Episode 95: The New Guardian.co.uk website with Matt Wall and Erik DoernenBurg

Filed in Episodes by on May 1, 2008 12 Comments

Recording Venue: OOP 2008
Guest(s): Matthew Wall
Erik Doernenburg
Host(s): Markus
Recording Venue: OOP 2008
Guest(s): Matthew Wall
Erik Doernenburg
Host(s): Markus
In this episode we talk to Matthew Wall (Guardian News and Media) and Erik Doernenburg (Thoughtworks) about their work on the new guardian.co.uk website. We discuss the challenge of scalability and interactivity, their use of Domain Driven Design, some of the technical building blocks as well as the approaches they use for performance measuring and scalability tuning.

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Comments (12)

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  1. asacamano says:

    Hi Mat,

    Thanks – I was having a very difficult time trying to guess likely spellings using Google :-)

    Cheers,

    Andrew

  2. british open says:

    I couldn’t be happier for Kris. Roy Preston of Springfield, an original East Liberty associate who has worked at Honda Bloomfield’s high speed research center.

    He showed a highly impressive performance.

  3. BramVanOosterhout says:

    Nice interview. I like the “this is what we did and how”

    No problems solved, but a nice overview of how they worked and strugled. Good to hear about the tools they use. And how they grow over time.

    Thanks for the podcast.

    Bram van Oosterhout

  4. saramic says:

    IT architecture seems to be a bit like that job question, how much do you earn? it seems to be seldom talked about. This was a very good interview with a lot of interesting information on the architecture and the specific tools and techniques used to rebuild a web site into a best of breed site. This was particularly interesting form me as my company is doing pretty much the same thing, 2 year project, bring in agile approach, create a software stack to be deployed across a number of related sites, Millions of unique browsers per month.

    Just a question, is there a chance of getting a link to the slides as they were presented at any number of conferences? it seems that the JAOO ones are password protected, to participants? There is also OOP 2008 and TheServerSide 2007 according to http://erik.doernenburg.com/talks/

    cheers Michael

  5. MatthewWall says:

    Thanks saramic for your comment. We have a couple of slide decks, one from OOP2008 / Jaoo and one from Xtech which we presented in Dublin the other day going into a little more detail on our information architecture. I’m at home at the moment and don’t have the slides with me but I’ll get them over to you when I get back in the office.

    Good luck with your project!

    Mat

  6. erikdoe says:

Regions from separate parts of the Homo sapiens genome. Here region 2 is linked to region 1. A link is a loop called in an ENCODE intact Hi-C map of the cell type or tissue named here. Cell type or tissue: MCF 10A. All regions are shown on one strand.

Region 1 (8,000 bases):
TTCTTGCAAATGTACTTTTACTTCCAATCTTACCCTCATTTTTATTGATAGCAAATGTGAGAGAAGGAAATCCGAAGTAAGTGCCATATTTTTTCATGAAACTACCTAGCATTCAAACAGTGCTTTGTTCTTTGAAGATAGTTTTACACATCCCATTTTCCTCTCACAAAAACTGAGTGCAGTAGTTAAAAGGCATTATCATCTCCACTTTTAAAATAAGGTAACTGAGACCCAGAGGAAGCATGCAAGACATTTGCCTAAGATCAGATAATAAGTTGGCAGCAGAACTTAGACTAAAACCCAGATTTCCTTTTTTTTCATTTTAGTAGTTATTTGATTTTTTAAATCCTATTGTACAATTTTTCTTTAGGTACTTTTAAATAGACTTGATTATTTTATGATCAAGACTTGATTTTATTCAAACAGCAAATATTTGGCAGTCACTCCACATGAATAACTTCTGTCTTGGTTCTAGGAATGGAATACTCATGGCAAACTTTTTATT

I’ve now uploaded the slide deck we used at OOP 2008 to my site. You can find it at: http://erik.doernenburg.com/talks/#gu

    That said, you’ll probably find that the slides don’t make too much sense without Mat and I talking. Not a big fan of PowerPoint prose.

  7. Jhh25K says:

    this was an excellent interview – the right level of detail and interesting discussions about solving problems and tackling complexity.

    More case studies like this please!!!

    R

  8. alexycyap says:

    Hi Erik,

    I too found your interview extremely interesting, as it talks about a technology stack that is almost the same as the project that I’m currently working on. I would love to have a look at any presentation slides that you may have prepared for your talks. I am particularly interested in the build and multi-phased testing infrastructure you described. What sort of technologies did you use for your acceptance/functional tests? What about load, scalability, penetration and accessibility tests?

    Thanks.

    Alexander Yap
    Consultant
    ThoughtWorks Australia

  9. alexycyap says:

    Hi Mat,

    Thanks for the info.
    A question about your Selenium tests. Did you drive your Selenium tests using the tables format, or via Java code, or using a behaviour-driven framework like story-runner?

    Alexander Yap
    Consultant
    ThoughtWorks Australia

  10. MatthewWall says:

    Alexander,

    We drive our Selenium tests via Java code. For each screen in our administration application we have a Java abstraction that can drive the screen in Selenium. This means that developers don’t have to switch mindsets too much when writing acceptance tests.

  11. asacamano says:

    Hi,

    It sounded like a nifty tool for monitoring hardware usage/stats was mentioned, but I couldn’t catch the name, and my phonetic Googling wasn’t up to the task. Could someone familiar with it let me know the actual name?

    Thanks,

    Andrew

  12. MatthewWall says:

    We use Zabbix to monitor the various system attributes in our architecture. We also use Oracle Enterprise Manager to monitor the database and Cacti for realtime monitoring of services.

    Cheers

    Mat

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